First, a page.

Richard Dawkins Says Religion Is 'Force for Evil,' Stroke Hasn't Changed His Mind

Richard Dawkins
Richard Dawkins speaking on BBC's Sunday Morning Live on June 19, 2016. |

Evolutionary biologist and famous atheist author Richard Dawkins says the stroke he suffered earlier this year has not changed his belief that nothing comes after death.

Dawkins said during an interview with BBC that he is doing fine physically following a stroke he suffered in February, which forced him to cancel a number public appearances, including Washington D.C.'s "Reason Rally" earlier in June.

When asked whether the stroke has caused him to reconsider some of his views on death and life, The God Delusion author said, "Well, nothing lies beyond. I consider mortality from time to time, I suspect we all do, but certainly nothing lies beyond."

Dawkins recalled in the interview that he was 9 years old when he realized there were many different religions in the world, and they couldn't all be right.

"I carried on believing in some sort of deistic God. That disappeared when I finally understood Darwinism, and the fact that you didn't need any kind of designer in order to explain the elegance, the beauty of life," he said.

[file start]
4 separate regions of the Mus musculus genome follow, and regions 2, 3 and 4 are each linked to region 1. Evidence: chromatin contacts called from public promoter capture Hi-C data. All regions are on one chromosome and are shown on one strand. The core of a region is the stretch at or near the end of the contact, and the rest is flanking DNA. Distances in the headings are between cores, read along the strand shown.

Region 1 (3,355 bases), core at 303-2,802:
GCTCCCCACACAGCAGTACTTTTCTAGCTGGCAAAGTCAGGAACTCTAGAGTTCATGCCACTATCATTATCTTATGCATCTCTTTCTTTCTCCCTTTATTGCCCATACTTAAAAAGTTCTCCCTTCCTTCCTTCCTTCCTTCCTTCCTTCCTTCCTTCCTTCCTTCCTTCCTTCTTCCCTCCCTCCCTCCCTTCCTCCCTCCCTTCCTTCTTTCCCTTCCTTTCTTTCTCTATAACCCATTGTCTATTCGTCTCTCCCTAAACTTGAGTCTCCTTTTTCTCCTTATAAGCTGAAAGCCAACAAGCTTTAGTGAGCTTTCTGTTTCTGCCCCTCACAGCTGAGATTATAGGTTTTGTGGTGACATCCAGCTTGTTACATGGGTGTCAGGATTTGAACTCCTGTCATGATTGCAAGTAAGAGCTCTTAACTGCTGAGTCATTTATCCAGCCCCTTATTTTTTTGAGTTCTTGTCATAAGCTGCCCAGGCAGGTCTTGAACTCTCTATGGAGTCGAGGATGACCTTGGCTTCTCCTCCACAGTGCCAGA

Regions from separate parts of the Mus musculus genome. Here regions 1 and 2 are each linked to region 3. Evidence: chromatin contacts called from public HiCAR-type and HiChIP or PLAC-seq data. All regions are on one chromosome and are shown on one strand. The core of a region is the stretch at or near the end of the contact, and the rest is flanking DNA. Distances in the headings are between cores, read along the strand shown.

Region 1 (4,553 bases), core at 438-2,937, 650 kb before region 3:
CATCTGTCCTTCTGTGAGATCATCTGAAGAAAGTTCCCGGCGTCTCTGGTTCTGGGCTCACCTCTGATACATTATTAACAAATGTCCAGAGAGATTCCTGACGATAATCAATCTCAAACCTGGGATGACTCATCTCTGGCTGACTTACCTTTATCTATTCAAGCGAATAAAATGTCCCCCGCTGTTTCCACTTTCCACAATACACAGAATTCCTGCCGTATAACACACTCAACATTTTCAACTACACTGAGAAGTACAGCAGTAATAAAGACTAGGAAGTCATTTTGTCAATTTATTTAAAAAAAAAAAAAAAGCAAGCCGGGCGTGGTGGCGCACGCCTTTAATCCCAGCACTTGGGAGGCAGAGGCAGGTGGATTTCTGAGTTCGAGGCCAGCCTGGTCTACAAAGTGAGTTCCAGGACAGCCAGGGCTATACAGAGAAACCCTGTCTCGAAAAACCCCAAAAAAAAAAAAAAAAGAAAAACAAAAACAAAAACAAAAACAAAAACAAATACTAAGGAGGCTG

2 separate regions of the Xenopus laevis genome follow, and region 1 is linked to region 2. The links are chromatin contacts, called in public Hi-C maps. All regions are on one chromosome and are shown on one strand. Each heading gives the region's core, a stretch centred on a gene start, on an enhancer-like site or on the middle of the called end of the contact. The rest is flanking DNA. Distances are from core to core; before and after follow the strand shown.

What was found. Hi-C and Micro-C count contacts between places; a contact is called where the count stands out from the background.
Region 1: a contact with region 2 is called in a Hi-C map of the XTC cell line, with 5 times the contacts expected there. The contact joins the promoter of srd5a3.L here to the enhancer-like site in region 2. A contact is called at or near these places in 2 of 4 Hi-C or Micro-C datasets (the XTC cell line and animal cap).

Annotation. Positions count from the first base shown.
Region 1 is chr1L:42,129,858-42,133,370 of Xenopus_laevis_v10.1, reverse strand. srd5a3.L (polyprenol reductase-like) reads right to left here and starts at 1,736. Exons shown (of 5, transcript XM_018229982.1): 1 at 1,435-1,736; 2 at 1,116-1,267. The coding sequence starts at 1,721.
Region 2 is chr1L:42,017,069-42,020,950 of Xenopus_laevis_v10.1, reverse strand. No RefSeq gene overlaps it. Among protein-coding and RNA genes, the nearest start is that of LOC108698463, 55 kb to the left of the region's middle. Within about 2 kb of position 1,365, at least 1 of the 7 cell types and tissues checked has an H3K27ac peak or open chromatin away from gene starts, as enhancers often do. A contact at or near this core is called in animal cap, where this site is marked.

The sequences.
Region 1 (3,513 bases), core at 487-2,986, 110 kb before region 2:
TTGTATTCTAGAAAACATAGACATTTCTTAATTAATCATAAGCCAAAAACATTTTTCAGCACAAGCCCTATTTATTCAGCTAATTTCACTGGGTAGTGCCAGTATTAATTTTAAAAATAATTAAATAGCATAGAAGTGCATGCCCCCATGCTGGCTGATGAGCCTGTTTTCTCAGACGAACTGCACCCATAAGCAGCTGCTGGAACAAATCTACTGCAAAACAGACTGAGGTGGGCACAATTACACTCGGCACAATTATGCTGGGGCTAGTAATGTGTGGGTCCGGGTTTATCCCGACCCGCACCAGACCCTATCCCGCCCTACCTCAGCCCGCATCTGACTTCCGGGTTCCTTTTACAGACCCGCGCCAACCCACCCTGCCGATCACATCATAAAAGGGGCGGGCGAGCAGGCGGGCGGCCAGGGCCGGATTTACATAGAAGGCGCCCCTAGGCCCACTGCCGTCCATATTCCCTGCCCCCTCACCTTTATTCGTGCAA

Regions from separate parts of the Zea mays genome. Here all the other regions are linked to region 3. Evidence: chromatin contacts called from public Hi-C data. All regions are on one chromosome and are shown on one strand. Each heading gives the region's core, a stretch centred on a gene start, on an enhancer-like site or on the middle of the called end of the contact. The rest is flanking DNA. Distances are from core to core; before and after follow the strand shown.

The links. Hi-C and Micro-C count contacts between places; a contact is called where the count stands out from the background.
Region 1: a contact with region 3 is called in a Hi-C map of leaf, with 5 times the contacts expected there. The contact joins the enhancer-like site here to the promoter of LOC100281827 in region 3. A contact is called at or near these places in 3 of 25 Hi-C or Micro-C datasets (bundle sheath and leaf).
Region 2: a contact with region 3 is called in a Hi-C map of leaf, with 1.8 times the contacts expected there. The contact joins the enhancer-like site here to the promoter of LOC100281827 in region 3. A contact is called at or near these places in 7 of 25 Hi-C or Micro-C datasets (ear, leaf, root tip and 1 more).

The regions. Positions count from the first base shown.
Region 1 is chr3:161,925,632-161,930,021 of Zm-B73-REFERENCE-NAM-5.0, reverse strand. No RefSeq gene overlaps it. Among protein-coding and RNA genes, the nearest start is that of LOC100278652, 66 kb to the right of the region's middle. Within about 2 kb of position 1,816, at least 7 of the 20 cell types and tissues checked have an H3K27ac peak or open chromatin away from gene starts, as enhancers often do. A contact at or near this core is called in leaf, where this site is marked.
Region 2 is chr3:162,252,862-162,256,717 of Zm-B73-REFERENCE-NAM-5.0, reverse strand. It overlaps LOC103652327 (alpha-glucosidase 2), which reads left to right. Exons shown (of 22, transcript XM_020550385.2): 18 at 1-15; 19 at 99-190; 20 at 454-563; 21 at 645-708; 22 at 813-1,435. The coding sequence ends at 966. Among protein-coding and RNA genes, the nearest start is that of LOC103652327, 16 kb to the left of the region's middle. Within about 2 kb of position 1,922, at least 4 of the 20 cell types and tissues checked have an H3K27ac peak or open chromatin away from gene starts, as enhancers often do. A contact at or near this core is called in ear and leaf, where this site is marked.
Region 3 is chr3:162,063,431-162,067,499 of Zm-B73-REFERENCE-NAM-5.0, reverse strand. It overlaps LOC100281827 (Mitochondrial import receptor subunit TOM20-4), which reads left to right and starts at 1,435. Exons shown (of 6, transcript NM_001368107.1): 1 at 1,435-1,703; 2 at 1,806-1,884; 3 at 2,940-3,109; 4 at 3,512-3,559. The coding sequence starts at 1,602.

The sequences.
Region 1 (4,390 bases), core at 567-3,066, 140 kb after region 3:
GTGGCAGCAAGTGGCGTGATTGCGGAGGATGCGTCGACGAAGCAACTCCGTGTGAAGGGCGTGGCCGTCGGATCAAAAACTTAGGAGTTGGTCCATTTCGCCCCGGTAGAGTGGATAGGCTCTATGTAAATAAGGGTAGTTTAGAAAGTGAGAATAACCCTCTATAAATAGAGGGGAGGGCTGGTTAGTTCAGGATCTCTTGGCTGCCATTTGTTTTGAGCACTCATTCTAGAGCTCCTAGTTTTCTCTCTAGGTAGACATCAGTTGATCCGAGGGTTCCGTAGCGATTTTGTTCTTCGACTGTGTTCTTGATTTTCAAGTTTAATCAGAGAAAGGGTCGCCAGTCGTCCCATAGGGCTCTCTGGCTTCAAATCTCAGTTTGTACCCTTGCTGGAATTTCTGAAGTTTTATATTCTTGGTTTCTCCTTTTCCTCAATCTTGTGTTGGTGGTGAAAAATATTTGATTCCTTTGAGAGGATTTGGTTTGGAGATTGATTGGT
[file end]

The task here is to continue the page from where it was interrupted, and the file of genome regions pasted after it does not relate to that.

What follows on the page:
The biologist noted that he finds "something decent" about the Anglican tradition in which he was brought up in, at least in its modern form.

"It stands for a level of tolerance that I admire," he said, but then dismissed that people get their morals from religion.

Dawkins argued that on a large scale, religion brings more evil than good to the world. As examples he pointed to Islamic extremism in the Middle East and around the world, but said all major religions, including Christianity, Buddhism and Hinduism, also bring harm to people.

The atheist author suggested that children should not be brought up into a religion, and said that faith-based teaching in schools needs to be eliminated.

"Teach children about religion by all means. It's very important in history, very important in current politics. The Bible is very important in literature. But don't tell a child 'you are a Catholic child and this is what you believe,'" he said.

"We must stop labeling children with the beliefs of their parents."

As for defending atheism, Dawkins reflected that "one line that should never be crossed is the line of violence." He also said that people should base their arguments on intellectual grounds, rather than on insult.

During an interview with the BBC back in May, Dawkins said he won't be writing anti-religious books anymore.

"I've stepped back. I haven't written any more books along those lines. The God Delusion is a one-off. Not one that I'm ashamed of; I'm very proud of it. But it's a one-off," he said on the 40th anniversary of another famous book of his, The Selfish Gene.

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